*. How many times have we been down these empty streets? I lost count years ago. But this time it’s different.
*. In the first place, there aren’t any zombies. Del (Peter Dinklage), sole survivor of the End of the World As We Know It, doesn’t even carry a gun. What’s the point? The corpses he’s burying aren’t going anywhere, and aside from the smell don’t pose any threat.
*. The second big difference is that Del is OK with being the last man standing. But then why wouldn’t he be? He’s a librarian! So he does some fishing, makes a meal, cleans up some houses, and then spends the rest of his days reading and watching old movies. Silent movies, even! That’s going full librarian. Think of the Burgess Meredith character in the Twilight Zone episode “Time Enough at Last” (1959), only without the ironic ending. That’s my kind of apocalypse. How does he even heat that massive library building in the winter? With solar panels? Please. But apparently that’s not a worry.
*. He’s not even looking for company. When a woman does crash her car into his solitude he isn’t as excited as Morgan when he first sees Ruth in The Last Man on Earth or Neville seeing Lisa in The Omega Man. In fact, Del wants nothing to do with her and is only drawn into getting involved because she needs medical attention.
*. Del’s anti-social nature makes the surprise reveal later in the movie all the more credible. Grace (Elle Fanning) is not the only other survivor. In fact there’s a whole city of people somewhere over the horizon, leading perfectly normal lives. It’s just that Del wouldn’t know anything about them because he wasn’t looking for them and they weren’t looking for him. That’s both remarkable and entirely plausible.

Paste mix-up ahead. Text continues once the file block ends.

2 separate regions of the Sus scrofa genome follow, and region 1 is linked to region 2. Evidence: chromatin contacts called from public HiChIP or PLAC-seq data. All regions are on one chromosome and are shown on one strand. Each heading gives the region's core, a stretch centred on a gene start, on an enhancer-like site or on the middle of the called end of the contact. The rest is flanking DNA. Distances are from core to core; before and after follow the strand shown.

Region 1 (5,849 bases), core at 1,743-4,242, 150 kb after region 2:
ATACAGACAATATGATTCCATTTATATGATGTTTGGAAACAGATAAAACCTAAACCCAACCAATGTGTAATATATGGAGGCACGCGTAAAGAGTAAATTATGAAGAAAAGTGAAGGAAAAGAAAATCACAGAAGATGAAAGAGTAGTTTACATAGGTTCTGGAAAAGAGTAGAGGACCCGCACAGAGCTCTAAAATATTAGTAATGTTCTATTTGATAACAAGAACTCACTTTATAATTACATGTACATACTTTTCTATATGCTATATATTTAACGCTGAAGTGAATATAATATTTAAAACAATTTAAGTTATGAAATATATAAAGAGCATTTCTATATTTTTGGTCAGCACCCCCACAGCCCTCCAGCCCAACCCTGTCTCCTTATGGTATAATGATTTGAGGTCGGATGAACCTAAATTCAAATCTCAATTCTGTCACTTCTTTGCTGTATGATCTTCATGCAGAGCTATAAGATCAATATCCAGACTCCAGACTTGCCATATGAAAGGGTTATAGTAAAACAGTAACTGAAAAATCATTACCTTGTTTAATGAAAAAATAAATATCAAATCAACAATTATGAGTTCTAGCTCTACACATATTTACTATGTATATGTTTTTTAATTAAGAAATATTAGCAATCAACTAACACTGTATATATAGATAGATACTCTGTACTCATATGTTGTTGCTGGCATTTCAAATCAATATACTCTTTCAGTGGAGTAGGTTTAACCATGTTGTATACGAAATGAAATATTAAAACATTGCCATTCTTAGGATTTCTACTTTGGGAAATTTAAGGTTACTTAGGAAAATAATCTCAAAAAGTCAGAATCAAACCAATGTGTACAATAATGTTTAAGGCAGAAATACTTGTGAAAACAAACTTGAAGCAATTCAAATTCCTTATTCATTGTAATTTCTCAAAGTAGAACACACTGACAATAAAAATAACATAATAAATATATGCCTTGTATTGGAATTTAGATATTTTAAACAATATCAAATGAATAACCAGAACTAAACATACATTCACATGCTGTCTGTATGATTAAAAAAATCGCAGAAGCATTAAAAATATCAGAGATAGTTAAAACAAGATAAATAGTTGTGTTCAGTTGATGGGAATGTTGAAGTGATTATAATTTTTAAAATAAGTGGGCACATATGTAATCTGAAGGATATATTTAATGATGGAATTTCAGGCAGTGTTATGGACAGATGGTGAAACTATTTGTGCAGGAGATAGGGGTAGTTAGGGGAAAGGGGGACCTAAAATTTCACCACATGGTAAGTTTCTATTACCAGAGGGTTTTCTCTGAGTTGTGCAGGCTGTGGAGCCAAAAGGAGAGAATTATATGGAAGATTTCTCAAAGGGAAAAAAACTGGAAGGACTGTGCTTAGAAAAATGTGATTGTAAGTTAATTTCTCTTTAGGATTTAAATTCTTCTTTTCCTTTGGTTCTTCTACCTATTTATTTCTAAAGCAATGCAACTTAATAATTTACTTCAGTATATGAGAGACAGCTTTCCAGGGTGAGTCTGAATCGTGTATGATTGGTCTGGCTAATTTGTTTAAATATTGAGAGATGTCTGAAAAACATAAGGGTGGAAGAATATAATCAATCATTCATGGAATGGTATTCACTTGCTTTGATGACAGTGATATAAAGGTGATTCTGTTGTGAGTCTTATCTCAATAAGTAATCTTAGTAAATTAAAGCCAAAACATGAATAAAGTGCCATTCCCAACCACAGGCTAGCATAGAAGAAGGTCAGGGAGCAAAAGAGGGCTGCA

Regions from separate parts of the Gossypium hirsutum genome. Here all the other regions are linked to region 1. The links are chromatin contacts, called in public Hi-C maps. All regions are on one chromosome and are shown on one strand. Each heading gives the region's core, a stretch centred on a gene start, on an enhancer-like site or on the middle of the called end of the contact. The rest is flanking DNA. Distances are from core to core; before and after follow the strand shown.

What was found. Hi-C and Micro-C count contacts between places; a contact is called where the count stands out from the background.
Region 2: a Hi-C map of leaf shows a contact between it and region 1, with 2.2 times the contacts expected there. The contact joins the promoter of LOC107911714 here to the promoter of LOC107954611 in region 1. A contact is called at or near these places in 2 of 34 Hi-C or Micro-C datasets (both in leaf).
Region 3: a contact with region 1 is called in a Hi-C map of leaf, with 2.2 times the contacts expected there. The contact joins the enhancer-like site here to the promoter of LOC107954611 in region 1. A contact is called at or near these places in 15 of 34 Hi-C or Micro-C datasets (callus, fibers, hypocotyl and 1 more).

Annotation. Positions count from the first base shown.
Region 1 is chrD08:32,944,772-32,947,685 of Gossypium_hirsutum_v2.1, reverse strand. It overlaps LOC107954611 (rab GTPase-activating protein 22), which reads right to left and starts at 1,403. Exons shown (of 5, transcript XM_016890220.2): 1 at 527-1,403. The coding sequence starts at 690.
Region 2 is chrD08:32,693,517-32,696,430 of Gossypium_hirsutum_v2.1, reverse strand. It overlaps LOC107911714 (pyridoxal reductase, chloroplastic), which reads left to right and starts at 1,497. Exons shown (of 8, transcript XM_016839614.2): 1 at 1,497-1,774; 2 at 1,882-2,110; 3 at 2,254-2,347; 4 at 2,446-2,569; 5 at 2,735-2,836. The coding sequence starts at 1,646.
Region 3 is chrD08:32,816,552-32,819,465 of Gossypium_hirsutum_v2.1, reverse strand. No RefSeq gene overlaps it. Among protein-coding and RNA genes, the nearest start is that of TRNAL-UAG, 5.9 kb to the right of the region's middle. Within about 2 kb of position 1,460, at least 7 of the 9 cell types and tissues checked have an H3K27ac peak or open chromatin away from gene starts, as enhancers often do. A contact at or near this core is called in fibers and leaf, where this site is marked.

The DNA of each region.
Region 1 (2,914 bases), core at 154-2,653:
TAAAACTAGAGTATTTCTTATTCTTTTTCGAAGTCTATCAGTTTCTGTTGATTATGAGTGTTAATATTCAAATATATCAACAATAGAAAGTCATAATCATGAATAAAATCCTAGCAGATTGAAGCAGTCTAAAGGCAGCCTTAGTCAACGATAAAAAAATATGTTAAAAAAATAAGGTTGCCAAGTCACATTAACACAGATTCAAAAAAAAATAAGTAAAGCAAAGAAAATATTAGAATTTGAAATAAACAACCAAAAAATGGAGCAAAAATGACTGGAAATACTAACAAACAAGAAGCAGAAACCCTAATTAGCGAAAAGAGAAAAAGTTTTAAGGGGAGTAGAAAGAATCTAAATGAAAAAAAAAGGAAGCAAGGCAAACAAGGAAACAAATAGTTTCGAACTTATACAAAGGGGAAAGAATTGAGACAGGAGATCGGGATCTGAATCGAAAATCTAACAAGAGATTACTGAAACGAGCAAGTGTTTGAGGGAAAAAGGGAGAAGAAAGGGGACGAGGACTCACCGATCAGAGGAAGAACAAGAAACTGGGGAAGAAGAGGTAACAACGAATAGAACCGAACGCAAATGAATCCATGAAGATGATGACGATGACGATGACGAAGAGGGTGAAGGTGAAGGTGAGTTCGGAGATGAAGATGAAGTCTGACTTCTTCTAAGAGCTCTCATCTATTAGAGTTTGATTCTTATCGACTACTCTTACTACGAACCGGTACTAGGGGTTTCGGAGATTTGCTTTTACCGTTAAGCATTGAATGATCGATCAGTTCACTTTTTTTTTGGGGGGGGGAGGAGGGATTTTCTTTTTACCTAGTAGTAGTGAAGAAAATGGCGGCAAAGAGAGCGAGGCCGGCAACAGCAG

*. After the apocalypse, or some kind of collapse brought about by a pandemic, wouldn’t Los Angeles (I’m guessing from the desert and then the palm trees) be the very last place you’d expect civilization to reconstitute? It’s about as artificial, which is to say as energy-intensive, a city as one can imagine.
*. Then again, I guess it’s the artificiality of Southern California that is the point. All those shiny happy people living like so many blissed-out vegetables in the sun, they’re just us. What’s being played on, I think, is the idea of the apocalypse as a revelation of how we really live now, or at least see ourselves as living. So while the zombie apocalypse reflects a war of all against all, revealing just how much we’d like to kill our neighbours (with the Purge movies making the same point), I Think We’re Alone Now reveals society as made up of so many tranquilized living dead. Man-made zombies, when you think of it.
*. Either way, we’re all the walking dead, with the same picture of society being drawn. That is, that there is no such thing as society. We’re all in this alone. Even the budding romance between Del and Grace does nothing to change this.
*. The theme of cleaning up is introduced in various contexts. Del’s “job” is to clean up the town. “There’s Windex under the sink,” so that should help clean up Paul Giamatti. And of course there’s the cleaning up of memories of grief and loss through fanciful neurosurgery. A lot of reviewers objected to the third act, but I’m not sure where else this movie was going and I thought it was consistent with the rest of what we’d seen.
*. Because I liked the new spin it puts on what has become a popular storyline, and because both Dinklage and Fanning are very good, I came away impressed by I Think We’re Alone Now. The only let down was Reed Morano’s direction and photography, which I didn’t think went well with what was going on. What’s with her strange obsession for shooting in silhouette, washing out Del’s and Grace’s faces? It just adds to a sense of detachment throughout that I thought pulled away from characters I wanted her to get closer to.
*. Then again, that very distance might be part of the point. I Think We’re Alone Now isn’t just post-apocalyptic but post-feeling. It’s a totally secular and passionless end of the world, with no zombies and no rapture and no gangs of rapists and looters roving the highways. There’s just silence and a clean slate for nothing much to happen on.